Online news

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The Discussion of 'Online News Allows Us to Know More and TrustLess ?'


Online technology has been regardedas the source of informationsincethe beginning of the twenty-first century,with over800 million separate web pages serving approximately 200 million regular computer-users (Hall, 2001).Moreover, theamount of online news has risen at an exponential rate, with the circulation ofWeb 2.0,sincethis news technology is characterized by interactivity, social networking, user-focused and collaborative learningon the World Wide Web (Flew, 2008), more and morecommon peoplecan gather, create and share the information with anyone with a computer.

Nevertheless,does the information provided by online news allows people to become moreknowledgeable?Is the public more doubting more the credibility ofonline newsas it increases dramatically? As Keen argued, the implementation of Web 2.0 offered an expectation of 'bringing more truth to more people', but then he also underlined that 'every week a new revelation calls into question the accuracy reliability and trust of the information we get from the internet.' (Keen 2007, citied in Newman, 2009). In fact, nowadays itseems likeit is audiences who manifest the decisive rolein news control rather than traditional news organization(Newman, 2009).While it appears that the authority and crediblyofonline newsis often questionedby professional journalists and media organizations,seldom hasresearch analyzedonline newsfrom an audience perspective.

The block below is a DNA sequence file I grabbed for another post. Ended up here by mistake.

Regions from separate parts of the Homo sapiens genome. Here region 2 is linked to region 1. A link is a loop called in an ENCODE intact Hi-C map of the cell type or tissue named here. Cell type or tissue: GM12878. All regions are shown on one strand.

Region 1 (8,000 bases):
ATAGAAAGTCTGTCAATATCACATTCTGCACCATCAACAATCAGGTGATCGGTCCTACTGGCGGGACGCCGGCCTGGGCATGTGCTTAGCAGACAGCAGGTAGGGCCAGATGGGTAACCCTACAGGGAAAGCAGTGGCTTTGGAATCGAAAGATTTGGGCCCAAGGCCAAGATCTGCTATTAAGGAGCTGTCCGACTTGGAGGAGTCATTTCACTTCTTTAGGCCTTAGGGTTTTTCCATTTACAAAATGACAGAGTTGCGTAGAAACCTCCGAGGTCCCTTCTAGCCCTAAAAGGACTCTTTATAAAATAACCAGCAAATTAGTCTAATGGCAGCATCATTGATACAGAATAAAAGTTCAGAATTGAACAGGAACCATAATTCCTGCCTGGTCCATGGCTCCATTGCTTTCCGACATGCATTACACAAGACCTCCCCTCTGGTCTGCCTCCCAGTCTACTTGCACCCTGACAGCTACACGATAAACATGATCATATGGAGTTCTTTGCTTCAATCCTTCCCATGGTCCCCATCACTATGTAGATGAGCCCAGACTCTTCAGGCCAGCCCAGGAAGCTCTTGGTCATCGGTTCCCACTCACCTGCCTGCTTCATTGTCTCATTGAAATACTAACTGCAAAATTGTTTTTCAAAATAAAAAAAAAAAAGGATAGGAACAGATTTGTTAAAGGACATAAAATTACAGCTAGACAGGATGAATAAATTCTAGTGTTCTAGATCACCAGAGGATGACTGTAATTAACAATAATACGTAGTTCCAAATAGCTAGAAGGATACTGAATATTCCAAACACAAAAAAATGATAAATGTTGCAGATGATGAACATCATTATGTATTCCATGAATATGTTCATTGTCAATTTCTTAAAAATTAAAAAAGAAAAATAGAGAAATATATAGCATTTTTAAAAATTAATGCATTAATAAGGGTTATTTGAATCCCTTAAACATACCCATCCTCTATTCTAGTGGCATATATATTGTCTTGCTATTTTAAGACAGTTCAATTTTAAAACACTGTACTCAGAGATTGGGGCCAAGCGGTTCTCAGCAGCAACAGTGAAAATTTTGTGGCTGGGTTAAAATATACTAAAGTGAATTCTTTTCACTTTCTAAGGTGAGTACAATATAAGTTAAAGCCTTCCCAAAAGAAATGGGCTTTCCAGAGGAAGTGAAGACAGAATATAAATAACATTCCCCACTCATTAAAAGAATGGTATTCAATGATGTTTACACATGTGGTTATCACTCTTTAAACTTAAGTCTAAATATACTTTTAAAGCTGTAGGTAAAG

This essay will try toillustrate that onthe one hand, with the help ofunprecedented growth of news provided by the websites, peoplearebecomingmore informed than ever before.And a vast amount of newsmay beessentialforcitizens torealize their civic rights and built the awareness of citizenship. On theother hand, the flourishing ofonline news has been contributed by informed citizen journalists, in large part,and they arelikely to rely on Internet to 'make speeches' or be heard.Moreover,this essaywill arguethat online news has satisfied citizens' expectationsto allow them know more about the events happenedamong them, so they seldom doubt aboutthe trustworthiness of online news.However, aninformed citizen does not mean he or she is knowledgeable,the online newsis reliable does not meanall of themare infallible. Therefore, active citizensshouldgetting more access to timely information through Internet,andcultivateskills and knowledgeto compare and distinguish 'theright and wrong' on-line. Meanwhile, it may acquire the endeavor from both professional journalism and democratic government to develop a higher media literacy among the whole society.

In addition, a number of questions related to online news will be discussed in this essay, such as whatmakesthemdifferentiated from 'traditional media news'? What is the relationship between'journalists' and 'audience' on-line? Who contributes to the prosperity of online news and how they can do that? How can wemeasurepeople's trust on the news? What is the relationship between the credibility of online news, citizenship as well as democracy? How should governments,journalism and citizens do in order to build the trustworthiness of online news? To further analyze those questions two relative cases: the success of Ohmynew, anda 'white lie' or deliberate sensationalization, will be discussed.